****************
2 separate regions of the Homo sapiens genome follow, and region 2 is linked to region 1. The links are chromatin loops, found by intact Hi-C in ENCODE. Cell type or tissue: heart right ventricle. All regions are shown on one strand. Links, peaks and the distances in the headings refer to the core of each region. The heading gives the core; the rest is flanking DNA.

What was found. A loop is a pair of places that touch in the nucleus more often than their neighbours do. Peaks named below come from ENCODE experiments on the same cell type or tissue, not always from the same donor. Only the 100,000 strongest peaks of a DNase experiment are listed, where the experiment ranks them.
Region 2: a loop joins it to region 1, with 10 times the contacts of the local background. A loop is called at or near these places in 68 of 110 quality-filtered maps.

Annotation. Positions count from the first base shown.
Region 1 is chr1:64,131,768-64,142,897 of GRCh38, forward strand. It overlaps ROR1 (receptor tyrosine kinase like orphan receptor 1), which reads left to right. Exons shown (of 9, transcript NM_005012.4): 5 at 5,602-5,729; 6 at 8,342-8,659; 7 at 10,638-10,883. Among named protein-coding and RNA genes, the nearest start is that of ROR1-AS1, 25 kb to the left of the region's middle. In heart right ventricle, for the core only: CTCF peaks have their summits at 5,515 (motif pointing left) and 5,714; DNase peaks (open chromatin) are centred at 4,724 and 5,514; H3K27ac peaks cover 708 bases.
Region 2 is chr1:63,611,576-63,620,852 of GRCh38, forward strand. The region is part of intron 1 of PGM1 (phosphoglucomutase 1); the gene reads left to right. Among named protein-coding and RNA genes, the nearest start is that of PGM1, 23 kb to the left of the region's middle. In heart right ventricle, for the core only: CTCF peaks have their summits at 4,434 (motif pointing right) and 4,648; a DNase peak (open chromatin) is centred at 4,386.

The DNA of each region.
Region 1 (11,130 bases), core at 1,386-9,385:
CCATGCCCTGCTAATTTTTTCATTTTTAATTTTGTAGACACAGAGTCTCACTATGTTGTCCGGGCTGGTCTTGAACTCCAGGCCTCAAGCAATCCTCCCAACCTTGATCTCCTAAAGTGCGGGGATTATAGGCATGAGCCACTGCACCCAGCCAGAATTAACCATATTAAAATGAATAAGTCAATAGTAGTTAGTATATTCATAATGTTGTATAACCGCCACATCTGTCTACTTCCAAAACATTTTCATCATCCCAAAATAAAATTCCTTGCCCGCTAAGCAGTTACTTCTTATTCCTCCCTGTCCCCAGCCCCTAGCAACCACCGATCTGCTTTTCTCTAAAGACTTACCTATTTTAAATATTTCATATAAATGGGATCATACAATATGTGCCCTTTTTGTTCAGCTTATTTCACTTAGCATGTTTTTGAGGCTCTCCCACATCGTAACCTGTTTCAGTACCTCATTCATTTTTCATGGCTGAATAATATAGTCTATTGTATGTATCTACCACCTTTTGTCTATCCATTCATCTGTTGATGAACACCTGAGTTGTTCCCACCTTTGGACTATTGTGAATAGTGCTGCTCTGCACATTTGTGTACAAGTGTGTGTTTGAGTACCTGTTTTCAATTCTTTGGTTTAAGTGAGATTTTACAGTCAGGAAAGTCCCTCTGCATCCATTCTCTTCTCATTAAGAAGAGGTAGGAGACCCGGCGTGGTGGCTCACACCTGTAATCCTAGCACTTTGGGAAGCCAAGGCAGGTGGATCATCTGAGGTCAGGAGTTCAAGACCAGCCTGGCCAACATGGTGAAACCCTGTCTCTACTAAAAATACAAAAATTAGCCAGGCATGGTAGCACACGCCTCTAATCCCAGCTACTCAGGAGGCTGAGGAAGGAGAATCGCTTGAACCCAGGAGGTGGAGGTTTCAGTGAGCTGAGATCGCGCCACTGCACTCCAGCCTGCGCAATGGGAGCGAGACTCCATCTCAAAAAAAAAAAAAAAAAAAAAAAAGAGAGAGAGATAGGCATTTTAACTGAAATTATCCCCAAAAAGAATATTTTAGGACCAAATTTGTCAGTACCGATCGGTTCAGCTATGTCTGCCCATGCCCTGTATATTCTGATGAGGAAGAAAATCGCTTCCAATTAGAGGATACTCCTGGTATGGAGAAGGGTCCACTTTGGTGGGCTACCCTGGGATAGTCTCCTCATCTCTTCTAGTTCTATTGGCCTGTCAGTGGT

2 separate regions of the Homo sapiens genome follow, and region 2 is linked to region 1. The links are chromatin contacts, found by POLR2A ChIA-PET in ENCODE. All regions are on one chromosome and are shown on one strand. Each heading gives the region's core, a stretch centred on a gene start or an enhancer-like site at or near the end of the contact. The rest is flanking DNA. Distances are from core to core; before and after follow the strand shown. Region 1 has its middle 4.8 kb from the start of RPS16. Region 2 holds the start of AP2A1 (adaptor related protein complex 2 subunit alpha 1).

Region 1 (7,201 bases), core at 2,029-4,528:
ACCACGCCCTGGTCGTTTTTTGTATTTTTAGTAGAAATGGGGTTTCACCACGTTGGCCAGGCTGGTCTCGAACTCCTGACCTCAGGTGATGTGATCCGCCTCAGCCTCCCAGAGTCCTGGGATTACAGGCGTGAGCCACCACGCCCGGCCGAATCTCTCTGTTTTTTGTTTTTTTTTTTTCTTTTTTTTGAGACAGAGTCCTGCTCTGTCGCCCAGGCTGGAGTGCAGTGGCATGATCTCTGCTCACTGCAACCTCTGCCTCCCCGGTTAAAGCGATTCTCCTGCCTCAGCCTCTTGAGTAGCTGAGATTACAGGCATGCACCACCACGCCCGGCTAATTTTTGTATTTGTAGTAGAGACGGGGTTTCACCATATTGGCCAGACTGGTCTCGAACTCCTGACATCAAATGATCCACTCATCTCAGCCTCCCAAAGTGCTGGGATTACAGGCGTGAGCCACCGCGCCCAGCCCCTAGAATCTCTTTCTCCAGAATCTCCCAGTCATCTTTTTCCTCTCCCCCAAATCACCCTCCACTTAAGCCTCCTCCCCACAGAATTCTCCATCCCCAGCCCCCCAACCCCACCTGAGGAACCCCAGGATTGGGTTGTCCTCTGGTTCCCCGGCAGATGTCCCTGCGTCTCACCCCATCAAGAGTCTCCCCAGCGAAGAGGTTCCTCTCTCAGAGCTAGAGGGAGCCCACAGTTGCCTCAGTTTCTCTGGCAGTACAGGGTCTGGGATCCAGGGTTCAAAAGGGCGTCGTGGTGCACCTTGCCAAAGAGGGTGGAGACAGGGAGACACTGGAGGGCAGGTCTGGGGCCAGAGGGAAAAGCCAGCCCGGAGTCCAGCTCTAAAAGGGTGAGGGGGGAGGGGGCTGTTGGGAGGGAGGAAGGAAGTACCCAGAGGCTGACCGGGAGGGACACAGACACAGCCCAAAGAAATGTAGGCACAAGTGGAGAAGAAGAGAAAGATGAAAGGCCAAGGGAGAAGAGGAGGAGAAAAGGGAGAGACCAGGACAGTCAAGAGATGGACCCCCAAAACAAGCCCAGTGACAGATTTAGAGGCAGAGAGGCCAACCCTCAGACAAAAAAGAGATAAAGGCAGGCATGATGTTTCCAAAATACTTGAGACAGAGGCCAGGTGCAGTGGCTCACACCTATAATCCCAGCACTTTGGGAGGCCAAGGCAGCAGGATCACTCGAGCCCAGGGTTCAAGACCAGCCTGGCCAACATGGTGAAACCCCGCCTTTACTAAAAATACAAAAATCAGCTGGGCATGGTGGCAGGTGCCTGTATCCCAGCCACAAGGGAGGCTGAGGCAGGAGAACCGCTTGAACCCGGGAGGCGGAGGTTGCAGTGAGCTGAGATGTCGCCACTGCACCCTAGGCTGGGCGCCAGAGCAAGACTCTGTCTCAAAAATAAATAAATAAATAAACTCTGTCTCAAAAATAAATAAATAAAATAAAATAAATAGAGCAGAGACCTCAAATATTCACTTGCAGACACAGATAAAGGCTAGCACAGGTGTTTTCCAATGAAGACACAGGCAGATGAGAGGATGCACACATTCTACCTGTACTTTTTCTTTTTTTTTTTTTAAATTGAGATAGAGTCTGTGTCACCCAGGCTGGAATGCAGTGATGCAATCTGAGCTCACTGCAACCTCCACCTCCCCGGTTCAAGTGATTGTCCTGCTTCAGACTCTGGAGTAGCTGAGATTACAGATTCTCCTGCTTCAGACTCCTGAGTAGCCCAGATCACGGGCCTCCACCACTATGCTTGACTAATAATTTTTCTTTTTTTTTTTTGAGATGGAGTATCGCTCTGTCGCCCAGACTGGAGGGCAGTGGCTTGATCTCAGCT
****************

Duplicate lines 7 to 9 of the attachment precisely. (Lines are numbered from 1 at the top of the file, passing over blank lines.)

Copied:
The DNA of each region.
Region 1 (11,130 bases), core at 1,386-9,385:
CCATGCCCTGCTAATTTTTTCATTTTTAATTTTGTAGACACAGAGTCTCACTATGTTGTCCGGGCTGGTCTTGAACTCCAGGCCTCAAGCAATCCTCCCAACCTTGATCTCCTAAAGTGCGGGGATTATAGGCATGAGCCACTGCACCCAGCCAGAATTAACCATATTAAAATGAATAAGTCAATAGTAGTTAGTATATTCATAATGTTGTATAACCGCCACATCTGTCTACTTCCAAAACATTTTCATCATCCCAAAATAAAATTCCTTGCCCGCTAAGCAGTTACTTCTTATTCCTCCCTGTCCCCAGCCCCTAGCAACCACCGATCTGCTTTTCTCTAAAGACTTACCTATTTTAAATATTTCATATAAATGGGATCATACAATATGTGCCCTTTTTGTTCAGCTTATTTCACTTAGCATGTTTTTGAGGCTCTCCCACATCGTAACCTGTTTCAGTACCTCATTCATTTTTCATGGCTGAATAATATAGTCTATTGTATGTATCTACCACCTTTTGTCTATCCATTCATCTGTTGATGAACACCTGAGTTGTTCCCACCTTTGGACTATTGTGAATAGTGCTGCTCTGCACATTTGTGTACAAGTGTGTGTTTGAGTACCTGTTTTCAATTCTTTGGTTTAAGTGAGATTTTACAGTCAGGAAAGTCCCTCTGCATCCATTCTCTTCTCATTAAGAAGAGGTAGGAGACCCGGCGTGGTGGCTCACACCTGTAATCCTAGCACTTTGGGAAGCCAAGGCAGGTGGATCATCTGAGGTCAGGAGTTCAAGACCAGCCTGGCCAACATGGTGAAACCCTGTCTCTACTAAAAATACAAAAATTAGCCAGGCATGGTAGCACACGCCTCTAATCCCAGCTACTCAGGAGGCTGAGGAAGGAGAATCGCTTGAACCCAGGAGGTGGAGGTTTCAGTGAGCTGAGATCGCGCCACTGCACTCCAGCCTGCGCAATGGGAGCGAGACTCCATCTCAAAAAAAAAAAAAAAAAAAAAAAAGAGAGAGAGATAGGCATTTTAACTGAAATTATCCCCAAAAAGAATATTTTAGGACCAAATTTGTCAGTACCGATCGGTTCAGCTATGTCTGCCCATGCCCTGTATATTCTGATGAGGAAGAAAATCGCTTCCAATTAGAGGATACTCCTGGTATGGAGAAGGGTCCACTTTGGTGGGCTACCCTGGGATAGTCTCCTCATCTCTTCTAGTTCTATTGGCCTGTCAGTGGT